Fred Cox is the Minnesota Vikings' all-time leading scorer

By Helen Murphy
November 22, 2019 11:40 AM
Fred Cox
Jean Pieri/Pioneer Press via AP

Fred Cox, a former kicker for the Minnesota Vikings and the co-inventor of the Nerf football, died on Wednesday, the Vikings announced. He was 80.

The football team announced the news in a statement on Thursday, writing, “The Vikings mourn the loss of Fred Cox, one of our proudest legends and a member of the 50 Greatest Vikings. A respected teammate and friend, Fred’s football career as the Vikings all-time leading scorer set the stage for a life where he went on to achieve great things in business and in his community.”

“Fred’s positive energy, strength in his faith and passion for life will be missed,” the statement added.

According to ESPN, Cox played 15 seasons for the Vikings from 1963 to 1977, never missing a single game. When he retired, he had scored 1,365 points — making him the second-highest scorer in National Football League history at the time. Cox remains the Vikings’ all-time leading scorer.

ESPN also reports that Cox helped the Vikings go to four Super Bowls, and his team won the final NFL Championship Game in 1969.

However, Cox’s career didn’t end when he left the Vikings.

According to the Washington Post, in 1971, six years before he retired from professional football, Cox and a Minneapolis-area football coach named John Mattox began working on a prototype for a lighter version of a football that they could use while playing with children.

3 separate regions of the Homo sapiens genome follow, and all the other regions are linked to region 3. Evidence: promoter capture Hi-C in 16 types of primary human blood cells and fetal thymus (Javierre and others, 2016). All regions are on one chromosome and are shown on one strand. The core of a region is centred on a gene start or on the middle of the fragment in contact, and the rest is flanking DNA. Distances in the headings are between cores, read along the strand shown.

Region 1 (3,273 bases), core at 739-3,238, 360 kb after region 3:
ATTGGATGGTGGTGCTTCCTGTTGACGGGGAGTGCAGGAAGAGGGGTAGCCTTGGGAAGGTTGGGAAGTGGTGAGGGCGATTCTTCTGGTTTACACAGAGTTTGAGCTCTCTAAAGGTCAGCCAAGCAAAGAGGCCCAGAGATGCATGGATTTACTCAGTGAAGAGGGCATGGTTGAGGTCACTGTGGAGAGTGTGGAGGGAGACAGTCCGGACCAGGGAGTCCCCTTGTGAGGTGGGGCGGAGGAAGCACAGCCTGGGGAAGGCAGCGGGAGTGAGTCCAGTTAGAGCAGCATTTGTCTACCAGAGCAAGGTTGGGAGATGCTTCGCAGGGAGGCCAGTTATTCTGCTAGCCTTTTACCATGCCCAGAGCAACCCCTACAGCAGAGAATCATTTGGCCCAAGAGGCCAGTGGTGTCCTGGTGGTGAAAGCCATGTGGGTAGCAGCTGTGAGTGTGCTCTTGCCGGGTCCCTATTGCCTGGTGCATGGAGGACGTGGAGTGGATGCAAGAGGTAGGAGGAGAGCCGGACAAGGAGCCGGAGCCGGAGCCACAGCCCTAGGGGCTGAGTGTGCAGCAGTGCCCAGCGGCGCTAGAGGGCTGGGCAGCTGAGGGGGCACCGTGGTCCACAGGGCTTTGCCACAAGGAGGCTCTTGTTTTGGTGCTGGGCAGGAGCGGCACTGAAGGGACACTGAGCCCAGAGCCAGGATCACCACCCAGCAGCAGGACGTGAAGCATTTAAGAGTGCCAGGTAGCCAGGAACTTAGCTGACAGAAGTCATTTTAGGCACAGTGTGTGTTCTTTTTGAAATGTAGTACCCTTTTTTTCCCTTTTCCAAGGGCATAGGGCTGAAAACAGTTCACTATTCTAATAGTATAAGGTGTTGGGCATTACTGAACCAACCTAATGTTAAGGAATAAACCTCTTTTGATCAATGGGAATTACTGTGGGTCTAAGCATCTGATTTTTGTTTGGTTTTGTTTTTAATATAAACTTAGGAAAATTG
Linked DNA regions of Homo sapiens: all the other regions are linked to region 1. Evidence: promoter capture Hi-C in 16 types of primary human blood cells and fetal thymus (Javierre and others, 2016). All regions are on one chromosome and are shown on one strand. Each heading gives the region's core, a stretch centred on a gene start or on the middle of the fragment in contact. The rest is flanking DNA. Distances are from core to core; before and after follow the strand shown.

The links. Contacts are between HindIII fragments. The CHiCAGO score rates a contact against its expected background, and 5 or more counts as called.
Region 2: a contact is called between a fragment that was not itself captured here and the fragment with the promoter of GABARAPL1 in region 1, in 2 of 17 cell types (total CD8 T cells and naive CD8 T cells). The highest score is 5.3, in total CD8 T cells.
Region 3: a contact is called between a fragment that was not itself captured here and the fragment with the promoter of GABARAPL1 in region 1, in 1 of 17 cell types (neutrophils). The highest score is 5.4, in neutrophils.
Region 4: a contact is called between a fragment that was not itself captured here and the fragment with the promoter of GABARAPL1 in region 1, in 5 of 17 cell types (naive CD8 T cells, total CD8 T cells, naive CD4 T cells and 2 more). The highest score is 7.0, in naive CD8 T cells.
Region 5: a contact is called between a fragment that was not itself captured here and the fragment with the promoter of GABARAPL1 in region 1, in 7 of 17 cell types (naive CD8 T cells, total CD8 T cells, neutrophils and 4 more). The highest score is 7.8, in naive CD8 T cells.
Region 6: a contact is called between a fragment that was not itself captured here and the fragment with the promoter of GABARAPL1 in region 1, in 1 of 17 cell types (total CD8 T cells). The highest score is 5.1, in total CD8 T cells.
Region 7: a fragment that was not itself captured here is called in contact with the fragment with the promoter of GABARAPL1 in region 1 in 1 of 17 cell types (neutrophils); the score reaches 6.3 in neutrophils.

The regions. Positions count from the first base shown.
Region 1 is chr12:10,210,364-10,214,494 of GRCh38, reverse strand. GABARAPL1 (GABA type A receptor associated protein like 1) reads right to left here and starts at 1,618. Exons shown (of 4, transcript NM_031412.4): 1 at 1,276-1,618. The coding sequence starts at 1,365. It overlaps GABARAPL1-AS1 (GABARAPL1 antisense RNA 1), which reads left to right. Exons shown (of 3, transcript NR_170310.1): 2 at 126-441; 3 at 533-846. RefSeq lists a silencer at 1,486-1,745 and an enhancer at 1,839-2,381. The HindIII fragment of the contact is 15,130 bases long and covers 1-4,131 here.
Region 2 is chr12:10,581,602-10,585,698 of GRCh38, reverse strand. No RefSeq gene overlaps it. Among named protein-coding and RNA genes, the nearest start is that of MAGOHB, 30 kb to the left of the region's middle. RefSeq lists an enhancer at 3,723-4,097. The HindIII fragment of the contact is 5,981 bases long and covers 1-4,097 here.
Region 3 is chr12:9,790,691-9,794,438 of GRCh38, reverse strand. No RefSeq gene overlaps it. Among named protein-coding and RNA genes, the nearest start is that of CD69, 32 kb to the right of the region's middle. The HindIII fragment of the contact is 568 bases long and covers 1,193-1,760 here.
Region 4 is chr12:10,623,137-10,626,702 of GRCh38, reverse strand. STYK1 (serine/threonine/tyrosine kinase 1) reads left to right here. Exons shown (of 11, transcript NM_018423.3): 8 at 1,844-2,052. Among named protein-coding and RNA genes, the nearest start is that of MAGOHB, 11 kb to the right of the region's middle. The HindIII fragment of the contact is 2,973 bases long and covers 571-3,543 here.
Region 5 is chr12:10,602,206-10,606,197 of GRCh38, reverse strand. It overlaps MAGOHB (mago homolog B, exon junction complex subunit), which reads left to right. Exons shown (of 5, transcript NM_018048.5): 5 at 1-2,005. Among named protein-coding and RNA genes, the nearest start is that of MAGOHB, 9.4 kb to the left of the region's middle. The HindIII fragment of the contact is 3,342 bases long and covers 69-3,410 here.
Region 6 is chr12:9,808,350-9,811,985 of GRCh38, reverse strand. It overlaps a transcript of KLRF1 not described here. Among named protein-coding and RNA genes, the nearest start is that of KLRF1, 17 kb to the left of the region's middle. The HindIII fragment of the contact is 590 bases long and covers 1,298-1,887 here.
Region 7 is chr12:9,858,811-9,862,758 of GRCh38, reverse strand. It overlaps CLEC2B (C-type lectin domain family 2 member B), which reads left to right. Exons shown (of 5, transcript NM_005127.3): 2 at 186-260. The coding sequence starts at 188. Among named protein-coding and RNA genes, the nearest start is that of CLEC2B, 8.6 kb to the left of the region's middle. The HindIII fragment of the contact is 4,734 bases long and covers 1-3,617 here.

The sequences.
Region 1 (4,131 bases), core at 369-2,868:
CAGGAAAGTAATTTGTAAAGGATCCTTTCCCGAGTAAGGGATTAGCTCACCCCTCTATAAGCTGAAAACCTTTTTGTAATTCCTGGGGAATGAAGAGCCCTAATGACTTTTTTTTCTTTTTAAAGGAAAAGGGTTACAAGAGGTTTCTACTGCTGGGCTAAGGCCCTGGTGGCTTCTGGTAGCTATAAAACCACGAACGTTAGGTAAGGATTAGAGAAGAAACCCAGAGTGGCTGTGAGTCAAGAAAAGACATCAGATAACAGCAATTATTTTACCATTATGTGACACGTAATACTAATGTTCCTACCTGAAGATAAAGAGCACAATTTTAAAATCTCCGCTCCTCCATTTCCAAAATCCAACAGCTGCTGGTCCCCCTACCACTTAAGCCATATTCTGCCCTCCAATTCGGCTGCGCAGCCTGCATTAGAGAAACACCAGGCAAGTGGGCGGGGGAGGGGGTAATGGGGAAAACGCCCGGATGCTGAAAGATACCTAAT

The result was the iconic foam-based Nerf football toy. Mattox and Cox presented their invention to Parker Brothers, who had previously made round foam balls for kids, and later partnered with the company.

The athlete also worked as a chiropractor after his retirement from football, the Post reported. He is survived by his wife, Bonnie, and his four children.

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Cox recently told the St. Paul Pioneer Press that he was dealing with kidney and heart issues and was living in hospice care.

“Most people think hospice care, including me, is they send you home and you die the next day. … I don’t know,” he told the newspaper. “Whatever that means, I’m not going to be around a long time. I’ll be here until I’m gone, and I’m okay with that. … Nobody’s going to live forever and nobody’s going to live more than I did.”

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“He had a great brain and was a great thinker,” Cox’s former teammate Fran Tarkenton told “Fred was a great businessman and invented the Nerf football. He was an intellect that I spent every morning with before we played a game. I spent more time with him than any other player. Fred was a special, special human being who will be missed.”